Would you like to improve your local public library
? Here are a few ideas.
- Suggest books:
One of the trickiest tasks in a library is collection development. Librarians want to develop a collection that will be useful in ten years in case their funding is slashed and they have to use their book-buying money on staff. They also want to buy things that you want to read now, whether it's an ORA book on Java or a trashy romance novel.
A library buys books based on an educated guess: a book by a popular author is sure to be in demand; a farm community will want books on animal husbandry, agriculture, and so on. They're trying to guess what you would like them to buy. Why? Because you haven't told them. So tell the library that you would like them to buy, for example, The Star Dancers and Starmind by Spider and Jeanne Robinson. Give them the ISBN(s) if you'd like to make their job easier. They'll quite probably buy at least one copy, because they know that if one person wanted it badly enough to ask for it, ten or a hundred people would also like to read it but haven't bothered to ask. The squeaky wheel gets the grease.
- Increase their circulation:
Visit regularly, and check out books even if you're not entirely sure you'll have time to read each one from cover to cover. If you're feeling slightly subversive, check out books that might be in danger of being removed -- underappreciated titles, controversial titles... you get the idea. Libraries clear out the dead wood (no pun intended) by asking their computers which books haven't been checked out in years. A book that gets checked out every six months will almost certainly be kept indefinitely.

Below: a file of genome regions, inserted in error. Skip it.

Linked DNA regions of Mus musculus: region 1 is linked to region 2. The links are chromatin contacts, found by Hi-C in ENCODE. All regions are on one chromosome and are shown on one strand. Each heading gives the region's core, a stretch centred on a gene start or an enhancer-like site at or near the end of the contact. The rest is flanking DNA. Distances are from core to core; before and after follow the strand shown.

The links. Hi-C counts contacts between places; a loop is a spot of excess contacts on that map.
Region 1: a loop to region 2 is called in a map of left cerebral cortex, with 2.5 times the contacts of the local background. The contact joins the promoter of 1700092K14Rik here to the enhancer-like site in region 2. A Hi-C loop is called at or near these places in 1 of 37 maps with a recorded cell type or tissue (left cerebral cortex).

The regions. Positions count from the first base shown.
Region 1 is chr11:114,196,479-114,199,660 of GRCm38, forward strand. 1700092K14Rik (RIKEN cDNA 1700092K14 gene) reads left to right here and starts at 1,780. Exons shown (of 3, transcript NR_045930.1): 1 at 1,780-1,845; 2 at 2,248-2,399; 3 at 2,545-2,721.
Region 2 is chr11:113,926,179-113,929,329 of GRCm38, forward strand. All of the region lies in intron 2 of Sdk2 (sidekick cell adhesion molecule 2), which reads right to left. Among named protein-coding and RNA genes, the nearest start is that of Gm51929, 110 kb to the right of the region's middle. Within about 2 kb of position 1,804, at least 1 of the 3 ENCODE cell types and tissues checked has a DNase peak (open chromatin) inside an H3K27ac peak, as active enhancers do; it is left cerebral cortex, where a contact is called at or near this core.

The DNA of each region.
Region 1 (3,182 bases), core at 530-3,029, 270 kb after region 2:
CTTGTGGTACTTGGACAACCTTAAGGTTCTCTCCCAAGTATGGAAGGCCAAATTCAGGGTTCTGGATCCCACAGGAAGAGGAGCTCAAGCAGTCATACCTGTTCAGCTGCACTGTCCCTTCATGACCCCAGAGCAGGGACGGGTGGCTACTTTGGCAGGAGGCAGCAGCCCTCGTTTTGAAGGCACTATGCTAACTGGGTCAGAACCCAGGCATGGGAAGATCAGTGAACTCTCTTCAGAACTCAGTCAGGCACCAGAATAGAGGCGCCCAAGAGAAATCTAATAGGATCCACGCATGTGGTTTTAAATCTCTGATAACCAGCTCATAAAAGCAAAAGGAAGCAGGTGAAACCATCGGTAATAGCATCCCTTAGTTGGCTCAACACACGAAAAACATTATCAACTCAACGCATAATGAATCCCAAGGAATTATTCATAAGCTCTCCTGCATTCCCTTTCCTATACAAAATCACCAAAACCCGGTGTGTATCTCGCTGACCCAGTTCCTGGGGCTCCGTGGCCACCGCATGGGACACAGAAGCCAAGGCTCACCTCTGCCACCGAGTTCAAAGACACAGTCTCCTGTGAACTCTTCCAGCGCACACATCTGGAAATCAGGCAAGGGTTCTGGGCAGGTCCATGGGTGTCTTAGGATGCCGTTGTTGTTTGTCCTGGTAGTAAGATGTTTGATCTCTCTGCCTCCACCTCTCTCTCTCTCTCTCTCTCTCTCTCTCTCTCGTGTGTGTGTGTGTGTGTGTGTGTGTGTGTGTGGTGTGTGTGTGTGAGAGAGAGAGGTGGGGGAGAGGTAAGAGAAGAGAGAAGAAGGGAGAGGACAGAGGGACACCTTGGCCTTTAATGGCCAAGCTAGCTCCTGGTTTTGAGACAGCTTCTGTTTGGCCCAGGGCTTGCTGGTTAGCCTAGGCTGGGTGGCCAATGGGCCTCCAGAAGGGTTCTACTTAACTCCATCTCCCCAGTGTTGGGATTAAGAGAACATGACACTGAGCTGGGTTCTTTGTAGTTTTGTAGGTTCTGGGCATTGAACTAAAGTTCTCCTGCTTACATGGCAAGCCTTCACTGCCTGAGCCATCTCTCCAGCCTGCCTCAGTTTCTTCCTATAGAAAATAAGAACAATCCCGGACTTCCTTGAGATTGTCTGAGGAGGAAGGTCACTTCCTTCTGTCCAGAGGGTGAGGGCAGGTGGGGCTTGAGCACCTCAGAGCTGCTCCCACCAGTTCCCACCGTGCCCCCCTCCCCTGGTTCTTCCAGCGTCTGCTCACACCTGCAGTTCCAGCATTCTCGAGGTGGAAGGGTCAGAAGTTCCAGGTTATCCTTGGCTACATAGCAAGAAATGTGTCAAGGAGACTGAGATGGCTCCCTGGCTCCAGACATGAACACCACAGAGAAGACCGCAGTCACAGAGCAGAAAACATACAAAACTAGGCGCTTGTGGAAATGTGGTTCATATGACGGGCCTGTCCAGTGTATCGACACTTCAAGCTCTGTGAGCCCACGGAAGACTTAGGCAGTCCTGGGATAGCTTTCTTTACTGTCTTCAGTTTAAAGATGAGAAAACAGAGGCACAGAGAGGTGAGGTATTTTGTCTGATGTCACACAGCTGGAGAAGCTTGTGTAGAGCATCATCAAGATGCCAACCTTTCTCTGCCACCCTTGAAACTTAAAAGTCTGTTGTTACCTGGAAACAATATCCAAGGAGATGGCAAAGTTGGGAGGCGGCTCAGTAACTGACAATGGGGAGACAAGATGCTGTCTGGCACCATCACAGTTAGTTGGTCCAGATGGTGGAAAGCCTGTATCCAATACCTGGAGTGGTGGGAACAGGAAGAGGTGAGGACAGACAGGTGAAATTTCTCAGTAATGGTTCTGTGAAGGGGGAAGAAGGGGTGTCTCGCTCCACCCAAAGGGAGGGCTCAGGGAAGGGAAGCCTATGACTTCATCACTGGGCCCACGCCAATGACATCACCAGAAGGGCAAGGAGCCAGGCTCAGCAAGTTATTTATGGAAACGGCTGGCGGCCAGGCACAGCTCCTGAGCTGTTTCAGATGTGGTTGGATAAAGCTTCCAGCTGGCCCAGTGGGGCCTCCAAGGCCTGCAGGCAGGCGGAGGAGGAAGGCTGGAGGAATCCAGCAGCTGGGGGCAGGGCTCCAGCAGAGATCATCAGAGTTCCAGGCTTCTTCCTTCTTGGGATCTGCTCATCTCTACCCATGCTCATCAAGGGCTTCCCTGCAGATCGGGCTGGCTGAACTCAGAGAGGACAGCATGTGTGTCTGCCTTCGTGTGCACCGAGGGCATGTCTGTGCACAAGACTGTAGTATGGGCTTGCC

Write letters telling the city council about a good experience you had at the public library. Tell them you support the library and see it as one of the most important services a city can provide. If it's relevant in your area (and it probably is), tell them what you think of filtering public access to the Internet.
Confess your book addiction to your friends. Tell them about audiobooks and how they make a commute a pleasure. Tell them that your small business was able to get valuable market data for free.
Tell the reference librarians you found an obscure answer on Everything2. The more of them we hook, the better a resource this will be, which will in turn improve the library's services.
Find the local Friends of the Library group. If they're doing something useful, join them. If there is no Friends of the Library group, start one. -- suggested by DerekL